Crusader King Conrad III in a 13th-century miniature

On Saturday 24 July the Crusaders began with an attack in the morning along the banks of the Barada river.[11] There was ferocious combat in the orchards and narrow roads between the Christian force and a mixture of professional troops of Damascus, the ahdath militia and Turkoman mercenaries.[11] William of Tyre reported:

The cavalry forces of the townsmen and those who had come to their assistance realized that our army was coming through the orchards in order to besiege the city and they accordingly approached the stream which flowed into the town. This they did with their bows and their balistas [crossbows] so that they could fight off the Latin army...The emperor [Konrad], in command of the forces following, demanded to know why the army did not advance. He was told the enemy was in possession of the river and would not allow our forces to pass. Enraged at this news, Konrad and his knights galloped swiftly forward through the king's lines and reached the fighters who were tying to win the river. Here all leaped down from their horses and become foot soldiers, as is the custom of the Teutons when a desperate crisis occurs.[12]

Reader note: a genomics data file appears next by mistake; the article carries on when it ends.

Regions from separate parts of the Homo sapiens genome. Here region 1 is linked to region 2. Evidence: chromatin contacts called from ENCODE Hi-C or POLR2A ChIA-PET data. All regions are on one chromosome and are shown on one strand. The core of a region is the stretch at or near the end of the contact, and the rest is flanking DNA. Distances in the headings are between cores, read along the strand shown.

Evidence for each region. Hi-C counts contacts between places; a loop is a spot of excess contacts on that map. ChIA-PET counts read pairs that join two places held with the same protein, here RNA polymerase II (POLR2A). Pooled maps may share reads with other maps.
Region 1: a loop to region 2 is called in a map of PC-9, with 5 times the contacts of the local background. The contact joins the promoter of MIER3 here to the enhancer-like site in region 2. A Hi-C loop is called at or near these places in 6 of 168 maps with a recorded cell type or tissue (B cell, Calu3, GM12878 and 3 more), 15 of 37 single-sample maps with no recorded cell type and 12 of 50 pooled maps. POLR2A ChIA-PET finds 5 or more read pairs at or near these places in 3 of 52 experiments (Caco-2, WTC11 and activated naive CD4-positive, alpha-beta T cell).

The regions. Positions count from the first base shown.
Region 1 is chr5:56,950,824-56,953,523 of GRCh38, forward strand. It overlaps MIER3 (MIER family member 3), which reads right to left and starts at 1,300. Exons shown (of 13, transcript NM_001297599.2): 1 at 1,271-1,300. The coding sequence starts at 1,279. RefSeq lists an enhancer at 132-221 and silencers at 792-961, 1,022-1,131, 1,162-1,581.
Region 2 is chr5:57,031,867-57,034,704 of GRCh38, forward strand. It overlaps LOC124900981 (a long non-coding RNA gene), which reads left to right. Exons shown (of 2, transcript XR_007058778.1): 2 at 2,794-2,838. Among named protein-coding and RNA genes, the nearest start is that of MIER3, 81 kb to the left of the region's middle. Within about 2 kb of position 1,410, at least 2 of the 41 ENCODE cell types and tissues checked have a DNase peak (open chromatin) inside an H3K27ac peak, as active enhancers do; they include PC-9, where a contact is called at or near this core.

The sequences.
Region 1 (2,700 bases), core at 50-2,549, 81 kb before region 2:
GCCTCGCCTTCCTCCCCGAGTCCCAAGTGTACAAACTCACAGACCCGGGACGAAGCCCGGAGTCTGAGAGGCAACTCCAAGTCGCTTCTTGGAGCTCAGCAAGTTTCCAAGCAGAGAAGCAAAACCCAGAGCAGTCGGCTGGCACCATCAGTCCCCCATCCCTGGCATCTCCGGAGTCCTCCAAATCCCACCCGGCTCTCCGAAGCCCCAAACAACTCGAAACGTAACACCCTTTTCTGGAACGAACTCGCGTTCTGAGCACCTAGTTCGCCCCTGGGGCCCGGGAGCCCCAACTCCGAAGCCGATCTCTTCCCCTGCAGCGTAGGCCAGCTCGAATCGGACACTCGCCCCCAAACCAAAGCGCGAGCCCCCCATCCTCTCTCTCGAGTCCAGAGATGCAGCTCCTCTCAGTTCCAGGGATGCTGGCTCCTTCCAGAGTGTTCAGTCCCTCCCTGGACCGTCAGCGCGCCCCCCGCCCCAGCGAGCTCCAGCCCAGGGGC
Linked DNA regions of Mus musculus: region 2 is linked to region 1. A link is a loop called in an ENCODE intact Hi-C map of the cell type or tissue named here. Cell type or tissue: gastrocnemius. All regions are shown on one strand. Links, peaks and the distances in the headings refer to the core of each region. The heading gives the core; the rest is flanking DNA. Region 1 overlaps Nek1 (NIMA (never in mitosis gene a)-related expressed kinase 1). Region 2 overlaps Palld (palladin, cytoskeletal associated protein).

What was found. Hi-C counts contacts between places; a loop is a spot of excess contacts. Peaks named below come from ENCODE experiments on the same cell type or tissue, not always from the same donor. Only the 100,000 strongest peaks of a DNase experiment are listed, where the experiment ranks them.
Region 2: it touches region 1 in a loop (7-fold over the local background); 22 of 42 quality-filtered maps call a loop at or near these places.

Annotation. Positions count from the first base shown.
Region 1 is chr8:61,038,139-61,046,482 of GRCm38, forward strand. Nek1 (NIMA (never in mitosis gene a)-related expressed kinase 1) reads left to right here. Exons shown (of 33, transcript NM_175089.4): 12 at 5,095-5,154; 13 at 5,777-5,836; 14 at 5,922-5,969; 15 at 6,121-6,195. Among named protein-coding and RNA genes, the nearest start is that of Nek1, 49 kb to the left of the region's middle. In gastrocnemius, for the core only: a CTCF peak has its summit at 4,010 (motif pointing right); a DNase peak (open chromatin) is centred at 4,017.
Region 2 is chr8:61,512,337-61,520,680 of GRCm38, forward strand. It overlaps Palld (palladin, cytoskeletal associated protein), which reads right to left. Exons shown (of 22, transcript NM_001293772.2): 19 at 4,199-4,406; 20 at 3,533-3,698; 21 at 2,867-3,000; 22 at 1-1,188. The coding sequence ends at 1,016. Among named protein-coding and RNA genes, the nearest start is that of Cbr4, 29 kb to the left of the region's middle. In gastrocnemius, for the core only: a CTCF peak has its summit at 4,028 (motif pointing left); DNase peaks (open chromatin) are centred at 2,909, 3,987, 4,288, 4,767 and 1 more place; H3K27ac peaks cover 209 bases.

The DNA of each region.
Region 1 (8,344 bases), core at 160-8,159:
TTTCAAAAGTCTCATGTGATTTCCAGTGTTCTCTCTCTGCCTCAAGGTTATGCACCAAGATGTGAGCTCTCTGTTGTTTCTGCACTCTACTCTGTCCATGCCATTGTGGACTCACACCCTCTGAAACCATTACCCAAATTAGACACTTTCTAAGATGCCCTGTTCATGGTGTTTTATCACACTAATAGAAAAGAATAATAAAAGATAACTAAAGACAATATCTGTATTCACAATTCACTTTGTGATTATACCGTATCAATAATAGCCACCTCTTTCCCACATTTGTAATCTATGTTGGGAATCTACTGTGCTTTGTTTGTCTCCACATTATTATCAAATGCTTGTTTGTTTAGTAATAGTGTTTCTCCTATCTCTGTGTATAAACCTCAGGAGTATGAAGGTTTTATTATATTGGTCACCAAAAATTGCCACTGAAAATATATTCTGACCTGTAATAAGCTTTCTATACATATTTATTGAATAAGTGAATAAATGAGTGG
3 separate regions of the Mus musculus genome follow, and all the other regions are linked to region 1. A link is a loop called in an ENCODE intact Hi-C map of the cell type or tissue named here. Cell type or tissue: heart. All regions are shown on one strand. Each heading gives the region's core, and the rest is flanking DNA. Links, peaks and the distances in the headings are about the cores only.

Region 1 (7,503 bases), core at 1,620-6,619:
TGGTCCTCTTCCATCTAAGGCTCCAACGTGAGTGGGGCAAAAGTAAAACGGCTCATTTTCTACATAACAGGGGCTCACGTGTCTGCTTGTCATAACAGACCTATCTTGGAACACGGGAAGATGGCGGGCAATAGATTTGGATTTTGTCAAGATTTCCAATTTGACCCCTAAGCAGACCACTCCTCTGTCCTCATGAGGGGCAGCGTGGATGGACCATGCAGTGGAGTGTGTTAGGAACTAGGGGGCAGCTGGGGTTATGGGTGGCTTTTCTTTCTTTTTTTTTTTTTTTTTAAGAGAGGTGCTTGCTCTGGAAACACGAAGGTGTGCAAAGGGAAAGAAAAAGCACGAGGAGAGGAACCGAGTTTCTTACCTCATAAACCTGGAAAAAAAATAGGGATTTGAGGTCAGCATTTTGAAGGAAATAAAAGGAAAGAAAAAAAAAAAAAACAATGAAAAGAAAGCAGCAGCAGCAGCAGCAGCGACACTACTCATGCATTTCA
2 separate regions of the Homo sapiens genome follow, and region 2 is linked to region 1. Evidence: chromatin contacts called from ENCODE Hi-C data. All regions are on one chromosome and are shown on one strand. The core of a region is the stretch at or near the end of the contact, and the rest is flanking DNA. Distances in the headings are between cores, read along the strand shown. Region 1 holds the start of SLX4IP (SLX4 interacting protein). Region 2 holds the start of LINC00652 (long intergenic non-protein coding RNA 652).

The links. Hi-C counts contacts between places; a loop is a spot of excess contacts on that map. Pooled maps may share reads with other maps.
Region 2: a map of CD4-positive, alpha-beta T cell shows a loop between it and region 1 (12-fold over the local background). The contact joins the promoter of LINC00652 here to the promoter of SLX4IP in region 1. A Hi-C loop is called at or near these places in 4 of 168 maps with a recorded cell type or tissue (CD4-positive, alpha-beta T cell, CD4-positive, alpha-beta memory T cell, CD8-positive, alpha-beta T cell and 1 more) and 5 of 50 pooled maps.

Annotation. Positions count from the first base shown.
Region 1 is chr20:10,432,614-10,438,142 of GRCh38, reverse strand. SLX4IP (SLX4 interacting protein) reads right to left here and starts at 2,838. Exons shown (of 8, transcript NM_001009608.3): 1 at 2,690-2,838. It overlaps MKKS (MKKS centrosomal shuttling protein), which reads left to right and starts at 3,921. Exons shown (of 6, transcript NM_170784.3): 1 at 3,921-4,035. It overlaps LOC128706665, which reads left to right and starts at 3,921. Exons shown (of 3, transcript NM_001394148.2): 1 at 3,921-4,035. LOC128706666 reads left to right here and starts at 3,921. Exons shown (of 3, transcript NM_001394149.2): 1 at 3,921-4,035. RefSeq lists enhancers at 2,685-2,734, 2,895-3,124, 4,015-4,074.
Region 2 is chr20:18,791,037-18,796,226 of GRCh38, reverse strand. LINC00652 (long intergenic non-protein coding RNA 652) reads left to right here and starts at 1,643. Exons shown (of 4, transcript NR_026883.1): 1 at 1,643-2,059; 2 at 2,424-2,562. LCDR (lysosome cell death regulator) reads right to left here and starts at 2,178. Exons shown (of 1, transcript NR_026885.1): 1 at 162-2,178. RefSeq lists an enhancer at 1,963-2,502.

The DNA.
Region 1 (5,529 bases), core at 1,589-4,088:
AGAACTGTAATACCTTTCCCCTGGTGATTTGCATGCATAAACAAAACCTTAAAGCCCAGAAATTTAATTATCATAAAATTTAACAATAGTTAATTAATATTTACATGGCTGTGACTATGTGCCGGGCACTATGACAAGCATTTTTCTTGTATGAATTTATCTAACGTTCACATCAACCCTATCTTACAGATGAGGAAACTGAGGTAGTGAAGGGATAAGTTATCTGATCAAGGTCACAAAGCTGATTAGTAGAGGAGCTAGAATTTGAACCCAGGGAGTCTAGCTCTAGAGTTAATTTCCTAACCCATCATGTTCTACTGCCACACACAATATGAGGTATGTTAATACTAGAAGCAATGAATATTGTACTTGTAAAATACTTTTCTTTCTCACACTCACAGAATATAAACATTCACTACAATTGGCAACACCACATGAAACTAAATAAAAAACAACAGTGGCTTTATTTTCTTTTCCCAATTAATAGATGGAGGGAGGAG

The historian David Nicolle wrote that William of Tyre did not explain how Conrad was able to bring his forces up from the rear to the front without totally disorganizing the Christian army".[11] According to Syrian chronicler Abu Shama:

Despite the multitude of ahdath [militia], Turks, and common people of the town, volunteers and soldiers who had come from the provinces and had joined with them, the Muslims were overwhelmed by the enemy's numbers and were defeated by the infidels. The latter crossed the river, found themselves in the gardens and made camp there...The Franks...cut down trees to make palisades. They destroyed the orchards and passed the night in these tasks.[13]

Thanks to a charge by Conrad, the crusaders managed to fight their way through and chase the defenders back across the Barada river and into Damascus.[13]